That streak extends Halladay's record for having made the most Opening Day starts in franchise history. For Halladay, though, it's simply another outing. The fact that it falls on the first day of the season doesn't carry any added importance.
"For now, it's another chance to start a season fresh and go out and compete," Halladay said about the Opening Day nod. "Maybe later on in your career, or when you're done playing, you look back on it and it might be something special at that point."
Taking on the Yankees in his first start of the season is a different matter. Halladay and the rest of his teammates are hoping Toronto can contend with New York and Boston for the American League East title. Right out of the gates, the Blue Jays have a chance to put their club up against one of their closest rivals.
Taking it a step further, Halladay's second start of the season is scheduled to be in the club's first home series, which will pit Toronto -- void of a playoff berth since 1993 -- against Boston. Halladay leads a cast of Blue Jays players that are trying to unseat the reigning World Series champion Red Sox this season.
"You always enjoy the challenge of playing them," said Halladay, referring to facing New York and Boston. "Opening with them, you just get to do it a little sooner than other years. But it's always a challenge playing those guys and it's going to be fun. It's going to be fun to go in there and get the season started and we're playing two of the best teams in the division."
Halladay's inaugural outing of 2008 happens to be the final Opening Day in the storied history of Yankee Stadium. That's another aspect of his first start that Halladay said he'd probably appreciate more when he looks back on his career. For now, it's just another road game against the Yankees.
"That's one of the outside interests of the game," Halladay said. "As far as players, and the guys playing, I don't think it's going to affect things or change things. It'll be fun to tell my kids about when I'm old and gray, but for the time being it's not really a focus."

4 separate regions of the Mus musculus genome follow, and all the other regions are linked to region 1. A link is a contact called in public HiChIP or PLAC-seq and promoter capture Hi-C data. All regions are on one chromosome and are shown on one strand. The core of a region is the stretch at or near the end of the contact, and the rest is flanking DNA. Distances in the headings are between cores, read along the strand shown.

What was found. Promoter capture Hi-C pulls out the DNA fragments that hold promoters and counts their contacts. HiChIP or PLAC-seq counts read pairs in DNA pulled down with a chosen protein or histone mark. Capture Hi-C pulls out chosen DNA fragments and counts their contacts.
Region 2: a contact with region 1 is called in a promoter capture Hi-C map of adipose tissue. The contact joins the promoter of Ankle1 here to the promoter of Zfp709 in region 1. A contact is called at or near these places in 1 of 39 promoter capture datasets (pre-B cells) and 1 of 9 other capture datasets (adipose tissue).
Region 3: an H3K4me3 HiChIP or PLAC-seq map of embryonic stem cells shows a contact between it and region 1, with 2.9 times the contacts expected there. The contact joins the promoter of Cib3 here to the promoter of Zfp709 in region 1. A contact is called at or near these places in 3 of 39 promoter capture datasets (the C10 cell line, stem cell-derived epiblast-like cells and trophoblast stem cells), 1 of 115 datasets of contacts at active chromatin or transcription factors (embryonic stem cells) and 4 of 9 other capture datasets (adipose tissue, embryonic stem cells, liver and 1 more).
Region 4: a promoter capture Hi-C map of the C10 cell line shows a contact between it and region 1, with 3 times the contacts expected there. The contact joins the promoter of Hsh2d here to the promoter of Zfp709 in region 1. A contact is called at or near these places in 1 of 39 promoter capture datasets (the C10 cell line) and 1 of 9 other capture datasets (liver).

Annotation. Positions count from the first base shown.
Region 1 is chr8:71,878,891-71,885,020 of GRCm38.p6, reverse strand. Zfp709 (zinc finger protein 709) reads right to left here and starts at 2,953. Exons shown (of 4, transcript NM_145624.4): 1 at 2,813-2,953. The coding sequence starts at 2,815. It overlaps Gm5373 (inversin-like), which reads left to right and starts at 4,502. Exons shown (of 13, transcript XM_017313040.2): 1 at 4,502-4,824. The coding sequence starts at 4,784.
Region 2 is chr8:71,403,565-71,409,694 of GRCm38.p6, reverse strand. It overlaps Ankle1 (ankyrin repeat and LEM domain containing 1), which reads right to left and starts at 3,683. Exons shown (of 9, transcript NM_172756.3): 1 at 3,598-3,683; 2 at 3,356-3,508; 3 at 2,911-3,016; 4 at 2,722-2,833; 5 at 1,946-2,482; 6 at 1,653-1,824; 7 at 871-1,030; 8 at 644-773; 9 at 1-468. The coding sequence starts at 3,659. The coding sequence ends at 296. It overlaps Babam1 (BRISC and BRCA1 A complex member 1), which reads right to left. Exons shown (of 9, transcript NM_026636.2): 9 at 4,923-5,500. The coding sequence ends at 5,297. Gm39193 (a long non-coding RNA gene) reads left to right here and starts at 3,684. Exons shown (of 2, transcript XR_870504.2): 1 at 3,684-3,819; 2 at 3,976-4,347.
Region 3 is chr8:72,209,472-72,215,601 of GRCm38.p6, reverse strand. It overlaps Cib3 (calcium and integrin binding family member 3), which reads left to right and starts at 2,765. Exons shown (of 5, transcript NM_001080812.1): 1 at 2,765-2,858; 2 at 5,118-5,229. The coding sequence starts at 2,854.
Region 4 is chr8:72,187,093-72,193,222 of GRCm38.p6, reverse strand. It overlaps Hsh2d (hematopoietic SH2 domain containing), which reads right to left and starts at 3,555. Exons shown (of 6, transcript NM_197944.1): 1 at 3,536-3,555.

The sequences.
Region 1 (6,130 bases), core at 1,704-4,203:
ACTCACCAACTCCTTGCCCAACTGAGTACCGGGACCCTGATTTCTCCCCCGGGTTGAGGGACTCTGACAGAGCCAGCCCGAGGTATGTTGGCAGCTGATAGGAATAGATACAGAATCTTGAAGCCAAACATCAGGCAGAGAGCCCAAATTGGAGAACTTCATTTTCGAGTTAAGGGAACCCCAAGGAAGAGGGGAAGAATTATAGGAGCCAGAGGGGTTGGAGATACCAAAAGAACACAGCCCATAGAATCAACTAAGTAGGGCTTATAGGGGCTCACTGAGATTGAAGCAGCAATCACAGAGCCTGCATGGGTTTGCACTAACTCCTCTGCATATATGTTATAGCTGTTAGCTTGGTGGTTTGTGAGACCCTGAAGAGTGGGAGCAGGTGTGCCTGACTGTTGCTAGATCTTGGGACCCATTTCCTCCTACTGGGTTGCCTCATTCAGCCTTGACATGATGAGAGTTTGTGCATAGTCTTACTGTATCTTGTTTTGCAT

Halladay heads a rotation that also includes A.J. Burnett, Dustin McGowan, Shaun Marcum and Jesse Litsch -- a group that emerged as one of baseball's best a year ago. Over 31 starts last season, the 30-year-old Halladay finished with a 16-7 record and posted a 3.71 ERA with a Major League-leading seven complete games.
Despite missing three weeks in May with acute appendicitis, Halladay managed to compile 225 1/3 innings, which was the third-highest total in the AL last year. It marked the second season in a row in which he finished with 16 wins, which raised his career total to 11 victories -- the fourth-most wins in Blue Jays history.
During Spring Training, Halladay continued to work on his impressive pitch repertoire, which includes a sinker, curveball, changeup and his signature cut fastball. Not including one Minor League game appearance, Halladay finished 1-2 with a 4.00 ERA over five spring starts. After his final outing, the 2003 American League Cy Young Award winner said he felt good heading into the year.
"I'm pretty happy with where things are," he said. "There's going to be times in the year where you're not that way and you're always working on something. I'm going to continue to improve things that I can and go from there. I'm definitely comfortable with where things are right now."
Jordan Bastian is a reporter for MLB.com. This story was not subject to the approval of Major League Baseball or its clubs.